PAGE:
Study Contrasts COVID-19 Vaccine Hesitancy, Traffic Crash Risk

On December 13 2022, a post to Reddit’s r/science posted a link to a study examining a possible link between COVID-19 vaccine hesitancy and the likelihood of car crashes:

The appended study was published on December 2 2022 in the American Journal of Medicine (“COVID Vaccine Hesitancy and Risk of a Traffic Crash”). In its abstract, a “Background” section summarized the purpose of the research:

Fact Check

Claim: COVID vaccine hesitancy is associated with an increased risk of a traffic crash

Description: A study in the American Journal of Medicine puts forward that adults who are hesitant to get the COVID-19 vaccine also show a higher likelihood of getting into car crashes. Researchers utilized individual electronic medical records and a dataset of over 11 million individuals with 16% unvaccinated was studied. They identified an increase in crash risk among unvaccinated individuals by 72%.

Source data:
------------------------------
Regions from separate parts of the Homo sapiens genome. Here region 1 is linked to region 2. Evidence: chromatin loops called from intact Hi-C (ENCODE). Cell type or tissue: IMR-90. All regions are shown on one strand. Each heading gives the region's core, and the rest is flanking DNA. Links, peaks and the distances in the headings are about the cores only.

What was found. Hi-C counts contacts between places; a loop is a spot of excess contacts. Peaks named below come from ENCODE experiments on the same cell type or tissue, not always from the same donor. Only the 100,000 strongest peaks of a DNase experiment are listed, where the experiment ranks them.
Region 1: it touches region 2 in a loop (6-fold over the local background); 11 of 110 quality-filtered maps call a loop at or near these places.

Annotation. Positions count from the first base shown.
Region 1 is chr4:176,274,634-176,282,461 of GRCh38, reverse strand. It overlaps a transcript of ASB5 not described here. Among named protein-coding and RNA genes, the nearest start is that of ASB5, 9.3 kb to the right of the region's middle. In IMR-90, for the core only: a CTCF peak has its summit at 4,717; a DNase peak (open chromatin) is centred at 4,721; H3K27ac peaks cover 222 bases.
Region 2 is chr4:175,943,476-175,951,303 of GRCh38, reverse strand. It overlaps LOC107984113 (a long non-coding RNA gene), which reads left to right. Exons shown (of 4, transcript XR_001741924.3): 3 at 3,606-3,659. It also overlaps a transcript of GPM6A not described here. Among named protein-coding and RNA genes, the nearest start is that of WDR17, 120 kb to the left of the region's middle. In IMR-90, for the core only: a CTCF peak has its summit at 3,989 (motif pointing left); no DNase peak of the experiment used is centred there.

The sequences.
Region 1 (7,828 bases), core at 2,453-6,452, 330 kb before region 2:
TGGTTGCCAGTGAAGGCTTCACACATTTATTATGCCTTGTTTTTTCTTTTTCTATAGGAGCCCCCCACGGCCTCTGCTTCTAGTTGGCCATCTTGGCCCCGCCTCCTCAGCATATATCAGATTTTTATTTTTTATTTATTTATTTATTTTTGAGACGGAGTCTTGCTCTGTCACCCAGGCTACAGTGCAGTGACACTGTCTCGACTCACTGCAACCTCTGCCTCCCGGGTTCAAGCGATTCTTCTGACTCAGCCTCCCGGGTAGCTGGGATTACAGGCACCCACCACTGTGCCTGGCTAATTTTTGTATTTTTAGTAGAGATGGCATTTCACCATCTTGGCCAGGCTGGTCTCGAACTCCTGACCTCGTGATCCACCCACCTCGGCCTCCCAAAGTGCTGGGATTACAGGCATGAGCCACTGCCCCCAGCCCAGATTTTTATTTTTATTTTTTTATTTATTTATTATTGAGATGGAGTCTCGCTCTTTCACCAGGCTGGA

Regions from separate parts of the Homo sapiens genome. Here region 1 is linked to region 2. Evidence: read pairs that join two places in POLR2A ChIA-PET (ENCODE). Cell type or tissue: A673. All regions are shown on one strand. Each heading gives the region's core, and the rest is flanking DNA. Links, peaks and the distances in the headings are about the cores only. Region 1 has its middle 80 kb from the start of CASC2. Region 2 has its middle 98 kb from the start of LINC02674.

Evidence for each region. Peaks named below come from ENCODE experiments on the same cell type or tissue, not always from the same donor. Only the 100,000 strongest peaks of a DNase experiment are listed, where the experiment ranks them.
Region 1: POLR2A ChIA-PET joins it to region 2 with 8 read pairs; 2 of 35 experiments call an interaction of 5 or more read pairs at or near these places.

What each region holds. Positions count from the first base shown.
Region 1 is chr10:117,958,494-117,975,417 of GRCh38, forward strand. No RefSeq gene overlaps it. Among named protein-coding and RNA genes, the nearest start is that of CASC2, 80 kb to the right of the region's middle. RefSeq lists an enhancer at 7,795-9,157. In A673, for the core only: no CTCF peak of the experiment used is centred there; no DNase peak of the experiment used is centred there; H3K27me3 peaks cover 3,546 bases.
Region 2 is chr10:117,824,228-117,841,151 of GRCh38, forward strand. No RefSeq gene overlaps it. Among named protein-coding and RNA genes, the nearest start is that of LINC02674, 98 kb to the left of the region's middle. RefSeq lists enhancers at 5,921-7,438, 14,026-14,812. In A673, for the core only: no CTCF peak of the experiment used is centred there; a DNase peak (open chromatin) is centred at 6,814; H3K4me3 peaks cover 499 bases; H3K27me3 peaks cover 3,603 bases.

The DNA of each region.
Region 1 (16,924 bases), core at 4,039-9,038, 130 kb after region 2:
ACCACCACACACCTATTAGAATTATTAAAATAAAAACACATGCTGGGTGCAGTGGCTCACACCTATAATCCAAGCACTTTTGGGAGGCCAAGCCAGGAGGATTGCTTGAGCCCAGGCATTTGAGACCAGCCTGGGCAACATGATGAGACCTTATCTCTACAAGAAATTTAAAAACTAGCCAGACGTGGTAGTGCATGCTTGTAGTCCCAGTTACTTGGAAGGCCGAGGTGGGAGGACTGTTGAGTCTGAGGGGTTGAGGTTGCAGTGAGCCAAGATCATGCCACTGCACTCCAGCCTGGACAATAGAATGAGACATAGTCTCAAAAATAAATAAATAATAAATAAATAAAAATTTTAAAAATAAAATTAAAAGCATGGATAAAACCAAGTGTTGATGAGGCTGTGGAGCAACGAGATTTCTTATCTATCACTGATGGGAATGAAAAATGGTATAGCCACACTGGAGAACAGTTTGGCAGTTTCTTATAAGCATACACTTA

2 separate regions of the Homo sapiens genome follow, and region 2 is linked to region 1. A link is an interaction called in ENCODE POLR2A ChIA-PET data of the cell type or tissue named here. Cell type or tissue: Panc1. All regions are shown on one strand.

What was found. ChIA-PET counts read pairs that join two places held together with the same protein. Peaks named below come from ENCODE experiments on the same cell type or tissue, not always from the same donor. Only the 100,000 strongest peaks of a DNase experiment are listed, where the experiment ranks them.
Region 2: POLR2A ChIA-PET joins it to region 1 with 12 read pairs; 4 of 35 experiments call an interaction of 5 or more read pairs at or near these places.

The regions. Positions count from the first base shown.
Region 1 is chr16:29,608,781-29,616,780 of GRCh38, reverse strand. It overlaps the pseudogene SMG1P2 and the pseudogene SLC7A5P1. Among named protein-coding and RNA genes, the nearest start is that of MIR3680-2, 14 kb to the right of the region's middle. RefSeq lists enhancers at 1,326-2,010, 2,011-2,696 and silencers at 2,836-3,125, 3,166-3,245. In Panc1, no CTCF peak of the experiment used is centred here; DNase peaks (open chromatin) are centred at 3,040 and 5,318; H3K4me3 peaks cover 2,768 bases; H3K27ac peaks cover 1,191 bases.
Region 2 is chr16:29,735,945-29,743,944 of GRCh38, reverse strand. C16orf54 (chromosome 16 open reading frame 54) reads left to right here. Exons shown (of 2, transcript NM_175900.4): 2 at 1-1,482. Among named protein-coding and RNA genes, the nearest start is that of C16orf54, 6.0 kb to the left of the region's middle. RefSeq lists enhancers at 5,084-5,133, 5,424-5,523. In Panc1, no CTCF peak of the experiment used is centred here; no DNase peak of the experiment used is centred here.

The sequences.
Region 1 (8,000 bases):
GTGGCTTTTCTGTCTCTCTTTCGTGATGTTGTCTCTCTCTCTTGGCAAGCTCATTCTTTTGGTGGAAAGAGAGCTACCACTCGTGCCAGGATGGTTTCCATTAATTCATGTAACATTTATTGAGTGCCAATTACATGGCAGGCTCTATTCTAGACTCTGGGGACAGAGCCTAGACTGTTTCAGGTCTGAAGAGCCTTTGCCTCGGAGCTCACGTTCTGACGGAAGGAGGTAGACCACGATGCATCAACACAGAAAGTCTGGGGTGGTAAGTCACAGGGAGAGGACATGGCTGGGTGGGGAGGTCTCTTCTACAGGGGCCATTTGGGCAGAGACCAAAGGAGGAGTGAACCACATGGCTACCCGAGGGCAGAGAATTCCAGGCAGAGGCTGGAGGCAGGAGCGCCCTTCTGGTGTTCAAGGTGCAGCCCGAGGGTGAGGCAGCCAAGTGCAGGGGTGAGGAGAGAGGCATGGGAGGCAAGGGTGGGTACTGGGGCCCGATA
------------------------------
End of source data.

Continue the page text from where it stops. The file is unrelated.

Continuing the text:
Rating: Mostly True

Rating Explanation: The claim is supported by a comprehensive study published in a reputable source with a large dataset, although the study acknowledges its limitations, stating that correlation does not constitute causality and further research is needed for confirmation.

Coronavirus disease (COVID) vaccine hesitancy is a reflection of psychology that might also contribute to traffic safety. We tested whether COVID vaccination was associated with the risks of a traffic crash.